When I was younger, I would often hang out with some kids from the nature center where I volunteered. Being around a family of ethically sensitive hippie types in Southeastern Oklahoma was a bit like heaven for me, but I never did understand the stinky and frankly startling brew the family drank everyday. Until now!
While kombucha can be rather off-putting and seeing a giant glob of it in someone’s fridge made me a bit nervous as a child, about a year ago it seemed everywhere I went someone was either drinking kombucha or about to get a bottle. Just last week I visited a friend at The West Cafe in Williamsburg and the stuff was available on tap, and apparently it is available in dozens of other places by the growlerful. The New York Times reported on the growing trend for the drink in March of last year in their fashion section pointing to the Atkins diet craze as the catalyst of its return in popularity as a substitute for sugary drinks.
The fermented tea orgininated in 19th-century Russia and is overflowing with probiotics, bacteria that is said to aid in digestion. Additional health claims to fame are numerous, including the ability to increase energy as well as improve your immune system. While many drink the tea for improved general health and well-being, the CDC claims it may be related to at least woman’s death, and few studies have been completed to back up the many health claims associated with the beverage. Last November the brands Synergy and Honest Tea both recalled their kombucha citing high levels of alcohol sending many of my friends into a tizzy until reformulated versions returned to shelves.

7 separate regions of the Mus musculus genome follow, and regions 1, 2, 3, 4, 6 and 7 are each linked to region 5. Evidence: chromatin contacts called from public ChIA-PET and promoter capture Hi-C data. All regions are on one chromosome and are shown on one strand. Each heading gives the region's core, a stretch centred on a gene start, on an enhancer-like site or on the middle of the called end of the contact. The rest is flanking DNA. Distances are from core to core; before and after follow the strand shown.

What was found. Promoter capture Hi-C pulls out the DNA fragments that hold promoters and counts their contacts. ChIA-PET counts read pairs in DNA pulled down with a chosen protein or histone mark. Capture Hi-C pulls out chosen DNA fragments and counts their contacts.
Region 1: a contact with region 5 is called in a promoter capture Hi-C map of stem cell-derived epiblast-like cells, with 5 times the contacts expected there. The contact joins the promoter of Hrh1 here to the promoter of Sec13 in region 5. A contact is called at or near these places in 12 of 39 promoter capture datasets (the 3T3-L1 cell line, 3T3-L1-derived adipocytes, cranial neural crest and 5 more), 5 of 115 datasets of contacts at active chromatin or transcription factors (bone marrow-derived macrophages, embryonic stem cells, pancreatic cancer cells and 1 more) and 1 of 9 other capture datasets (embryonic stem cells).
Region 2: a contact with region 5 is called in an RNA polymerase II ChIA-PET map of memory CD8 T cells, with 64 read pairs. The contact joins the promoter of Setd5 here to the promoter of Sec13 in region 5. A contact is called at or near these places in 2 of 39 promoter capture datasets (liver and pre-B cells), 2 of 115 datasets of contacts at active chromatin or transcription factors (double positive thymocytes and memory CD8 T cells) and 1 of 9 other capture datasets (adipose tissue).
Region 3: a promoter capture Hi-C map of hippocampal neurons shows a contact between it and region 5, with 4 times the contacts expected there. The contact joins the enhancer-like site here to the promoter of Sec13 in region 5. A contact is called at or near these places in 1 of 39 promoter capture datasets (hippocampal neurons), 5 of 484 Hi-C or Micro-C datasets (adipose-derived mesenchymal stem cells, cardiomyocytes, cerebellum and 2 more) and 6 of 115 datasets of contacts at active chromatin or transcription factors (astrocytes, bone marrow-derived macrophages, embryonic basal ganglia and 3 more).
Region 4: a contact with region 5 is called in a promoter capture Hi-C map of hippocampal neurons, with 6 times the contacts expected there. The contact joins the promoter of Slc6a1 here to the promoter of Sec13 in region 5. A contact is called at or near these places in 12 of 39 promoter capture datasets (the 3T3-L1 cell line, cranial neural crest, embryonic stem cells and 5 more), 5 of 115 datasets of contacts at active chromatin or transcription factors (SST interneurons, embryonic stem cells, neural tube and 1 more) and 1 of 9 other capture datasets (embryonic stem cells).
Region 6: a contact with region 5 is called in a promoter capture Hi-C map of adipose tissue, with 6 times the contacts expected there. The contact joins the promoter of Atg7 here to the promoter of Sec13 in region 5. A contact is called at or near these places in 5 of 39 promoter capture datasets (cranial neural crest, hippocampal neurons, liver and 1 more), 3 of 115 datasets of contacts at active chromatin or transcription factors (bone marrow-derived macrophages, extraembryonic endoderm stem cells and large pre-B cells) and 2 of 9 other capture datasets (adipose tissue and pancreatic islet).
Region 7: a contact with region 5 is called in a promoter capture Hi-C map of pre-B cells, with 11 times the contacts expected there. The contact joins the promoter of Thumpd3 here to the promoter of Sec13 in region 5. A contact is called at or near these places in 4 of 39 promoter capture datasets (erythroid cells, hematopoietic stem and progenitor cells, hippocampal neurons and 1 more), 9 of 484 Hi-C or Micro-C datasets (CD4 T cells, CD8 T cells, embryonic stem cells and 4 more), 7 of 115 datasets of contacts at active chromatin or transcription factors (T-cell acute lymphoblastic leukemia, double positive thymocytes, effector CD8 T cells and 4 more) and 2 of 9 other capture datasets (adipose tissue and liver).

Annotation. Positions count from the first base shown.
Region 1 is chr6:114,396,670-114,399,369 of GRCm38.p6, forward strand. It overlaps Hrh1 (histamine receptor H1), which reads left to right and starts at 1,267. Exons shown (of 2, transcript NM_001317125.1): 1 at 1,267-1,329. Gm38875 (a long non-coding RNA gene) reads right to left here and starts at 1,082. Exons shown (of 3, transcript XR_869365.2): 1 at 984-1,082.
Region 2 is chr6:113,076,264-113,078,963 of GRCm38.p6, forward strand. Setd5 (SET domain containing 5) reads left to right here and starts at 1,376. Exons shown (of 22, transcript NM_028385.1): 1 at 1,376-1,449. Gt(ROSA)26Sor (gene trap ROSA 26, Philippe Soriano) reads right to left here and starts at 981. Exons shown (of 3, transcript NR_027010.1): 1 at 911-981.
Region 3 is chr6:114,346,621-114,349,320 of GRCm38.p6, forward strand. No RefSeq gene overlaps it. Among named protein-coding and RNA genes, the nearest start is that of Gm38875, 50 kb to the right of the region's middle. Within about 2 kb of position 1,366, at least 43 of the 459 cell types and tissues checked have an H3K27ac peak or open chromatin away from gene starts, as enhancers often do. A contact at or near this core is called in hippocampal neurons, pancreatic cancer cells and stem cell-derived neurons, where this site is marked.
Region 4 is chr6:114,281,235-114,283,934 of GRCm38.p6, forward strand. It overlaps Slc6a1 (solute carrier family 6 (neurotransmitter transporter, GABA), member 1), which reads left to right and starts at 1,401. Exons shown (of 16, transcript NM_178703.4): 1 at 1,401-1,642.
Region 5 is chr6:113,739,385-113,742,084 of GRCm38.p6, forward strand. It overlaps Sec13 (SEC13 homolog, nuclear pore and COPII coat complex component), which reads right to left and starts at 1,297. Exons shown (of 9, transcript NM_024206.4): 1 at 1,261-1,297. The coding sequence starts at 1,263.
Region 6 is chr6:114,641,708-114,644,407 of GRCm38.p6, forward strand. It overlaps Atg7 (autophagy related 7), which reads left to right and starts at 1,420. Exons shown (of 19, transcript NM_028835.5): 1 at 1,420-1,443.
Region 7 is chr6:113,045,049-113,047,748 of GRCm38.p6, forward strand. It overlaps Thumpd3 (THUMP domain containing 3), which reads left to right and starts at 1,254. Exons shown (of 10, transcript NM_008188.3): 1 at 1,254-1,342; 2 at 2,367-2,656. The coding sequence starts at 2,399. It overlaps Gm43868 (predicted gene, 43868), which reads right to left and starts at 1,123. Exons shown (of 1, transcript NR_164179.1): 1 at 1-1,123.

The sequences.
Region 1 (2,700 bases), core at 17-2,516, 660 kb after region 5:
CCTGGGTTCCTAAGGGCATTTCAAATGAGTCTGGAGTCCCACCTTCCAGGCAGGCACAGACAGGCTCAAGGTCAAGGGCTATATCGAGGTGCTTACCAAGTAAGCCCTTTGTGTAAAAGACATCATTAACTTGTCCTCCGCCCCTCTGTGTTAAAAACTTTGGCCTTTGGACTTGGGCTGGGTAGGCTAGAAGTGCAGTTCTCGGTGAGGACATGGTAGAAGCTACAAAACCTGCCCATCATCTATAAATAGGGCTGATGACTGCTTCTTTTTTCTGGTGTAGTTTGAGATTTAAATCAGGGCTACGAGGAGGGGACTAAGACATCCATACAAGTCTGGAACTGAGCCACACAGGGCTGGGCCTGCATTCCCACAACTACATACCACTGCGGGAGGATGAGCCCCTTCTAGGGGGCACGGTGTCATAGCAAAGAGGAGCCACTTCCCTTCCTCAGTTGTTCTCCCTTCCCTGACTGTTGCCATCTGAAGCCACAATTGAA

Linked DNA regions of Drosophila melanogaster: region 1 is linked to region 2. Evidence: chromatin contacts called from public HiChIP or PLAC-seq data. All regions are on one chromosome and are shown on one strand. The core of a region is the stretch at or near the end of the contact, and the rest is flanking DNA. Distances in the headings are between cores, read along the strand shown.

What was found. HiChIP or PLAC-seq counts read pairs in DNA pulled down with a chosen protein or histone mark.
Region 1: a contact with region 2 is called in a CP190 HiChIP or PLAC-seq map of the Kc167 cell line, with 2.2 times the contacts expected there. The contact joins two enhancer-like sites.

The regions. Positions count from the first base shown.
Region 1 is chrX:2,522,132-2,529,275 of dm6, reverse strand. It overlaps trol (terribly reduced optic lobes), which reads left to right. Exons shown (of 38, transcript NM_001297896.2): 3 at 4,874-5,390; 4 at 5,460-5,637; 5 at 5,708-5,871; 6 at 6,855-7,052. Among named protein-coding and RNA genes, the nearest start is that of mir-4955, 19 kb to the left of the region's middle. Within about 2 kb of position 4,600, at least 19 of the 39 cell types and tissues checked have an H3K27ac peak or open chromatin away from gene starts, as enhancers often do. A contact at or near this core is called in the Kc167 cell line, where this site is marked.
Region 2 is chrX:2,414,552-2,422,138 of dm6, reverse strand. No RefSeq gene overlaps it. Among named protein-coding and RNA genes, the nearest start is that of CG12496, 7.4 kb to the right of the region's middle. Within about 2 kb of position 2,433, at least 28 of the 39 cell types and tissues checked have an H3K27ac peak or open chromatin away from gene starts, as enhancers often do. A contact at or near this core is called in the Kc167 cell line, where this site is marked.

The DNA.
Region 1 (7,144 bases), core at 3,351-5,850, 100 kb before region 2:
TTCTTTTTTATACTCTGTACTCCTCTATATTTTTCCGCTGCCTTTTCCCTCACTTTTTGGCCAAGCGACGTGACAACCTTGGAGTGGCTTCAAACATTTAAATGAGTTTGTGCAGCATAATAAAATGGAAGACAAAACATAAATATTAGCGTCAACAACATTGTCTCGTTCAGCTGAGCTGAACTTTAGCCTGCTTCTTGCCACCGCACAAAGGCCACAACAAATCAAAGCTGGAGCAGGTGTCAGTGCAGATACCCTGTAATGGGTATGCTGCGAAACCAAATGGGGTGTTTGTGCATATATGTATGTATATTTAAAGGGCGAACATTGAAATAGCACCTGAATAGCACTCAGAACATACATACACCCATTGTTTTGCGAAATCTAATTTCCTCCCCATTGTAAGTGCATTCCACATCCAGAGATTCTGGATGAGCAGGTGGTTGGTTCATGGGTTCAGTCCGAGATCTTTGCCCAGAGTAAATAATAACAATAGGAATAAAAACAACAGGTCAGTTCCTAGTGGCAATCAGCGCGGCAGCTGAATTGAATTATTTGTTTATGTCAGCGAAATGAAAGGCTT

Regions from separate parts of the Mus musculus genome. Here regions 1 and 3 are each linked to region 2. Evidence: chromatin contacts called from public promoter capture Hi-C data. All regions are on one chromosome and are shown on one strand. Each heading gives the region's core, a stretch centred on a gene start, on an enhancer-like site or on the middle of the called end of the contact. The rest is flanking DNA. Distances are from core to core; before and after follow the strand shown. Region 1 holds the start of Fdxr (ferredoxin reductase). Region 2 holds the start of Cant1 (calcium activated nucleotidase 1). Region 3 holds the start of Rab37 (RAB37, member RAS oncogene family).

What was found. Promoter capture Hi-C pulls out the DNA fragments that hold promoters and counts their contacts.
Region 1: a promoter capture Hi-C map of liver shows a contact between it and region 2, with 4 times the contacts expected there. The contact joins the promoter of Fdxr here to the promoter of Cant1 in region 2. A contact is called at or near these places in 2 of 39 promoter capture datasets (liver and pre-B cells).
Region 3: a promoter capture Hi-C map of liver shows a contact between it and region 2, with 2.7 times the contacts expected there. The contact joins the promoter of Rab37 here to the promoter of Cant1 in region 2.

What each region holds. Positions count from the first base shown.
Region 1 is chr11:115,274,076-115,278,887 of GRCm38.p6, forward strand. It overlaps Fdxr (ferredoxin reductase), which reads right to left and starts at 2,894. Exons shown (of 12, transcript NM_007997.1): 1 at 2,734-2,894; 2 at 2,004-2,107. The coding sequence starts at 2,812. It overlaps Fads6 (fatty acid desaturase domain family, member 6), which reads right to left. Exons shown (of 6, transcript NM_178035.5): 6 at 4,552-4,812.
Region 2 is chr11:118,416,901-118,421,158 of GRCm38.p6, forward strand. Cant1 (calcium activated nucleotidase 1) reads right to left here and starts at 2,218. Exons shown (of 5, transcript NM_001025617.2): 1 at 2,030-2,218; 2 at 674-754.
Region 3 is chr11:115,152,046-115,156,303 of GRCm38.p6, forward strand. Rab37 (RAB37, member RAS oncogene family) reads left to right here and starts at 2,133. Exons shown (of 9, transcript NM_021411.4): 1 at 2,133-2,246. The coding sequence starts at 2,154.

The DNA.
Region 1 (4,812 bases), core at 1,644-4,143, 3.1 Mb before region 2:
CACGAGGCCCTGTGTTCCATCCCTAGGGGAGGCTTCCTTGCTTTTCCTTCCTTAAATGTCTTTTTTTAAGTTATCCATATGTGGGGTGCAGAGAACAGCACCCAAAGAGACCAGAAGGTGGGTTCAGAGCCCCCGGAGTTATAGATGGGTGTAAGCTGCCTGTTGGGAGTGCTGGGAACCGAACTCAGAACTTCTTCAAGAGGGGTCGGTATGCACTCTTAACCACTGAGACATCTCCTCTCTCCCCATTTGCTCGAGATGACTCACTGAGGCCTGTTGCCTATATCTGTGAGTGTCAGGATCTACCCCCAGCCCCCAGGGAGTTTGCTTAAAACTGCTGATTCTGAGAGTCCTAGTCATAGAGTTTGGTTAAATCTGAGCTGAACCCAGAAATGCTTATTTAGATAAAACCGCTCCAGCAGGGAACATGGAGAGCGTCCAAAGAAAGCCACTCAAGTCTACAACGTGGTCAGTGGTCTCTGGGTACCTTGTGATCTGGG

My taste for kombucha is occasional. I’m not exactly sold on the myriad of health claims made for the mushroom tea, but I do feel more energetic after drinking it at times. I’m a fan of the ginger flavored effervescent options from Synergy, but some die hards swear by “starting” your own batch such as the one pictured here and the one witnessed in my friend’s fridge. To “start” up a batch of your own, there are many helpful guides including this online tutorial.
Each batch of kombucha requires a culture of bacteria and yeast from a prior batch referred to lovingly as the “mother”. Ways to rustle up your own “mother” range from buying one online from various sources including Craigslist, or perhaps as a gift from a friendly Russian as was the experience of the author of the above tutorial.
For those readers who have tried kombucha, how would you describe the taste?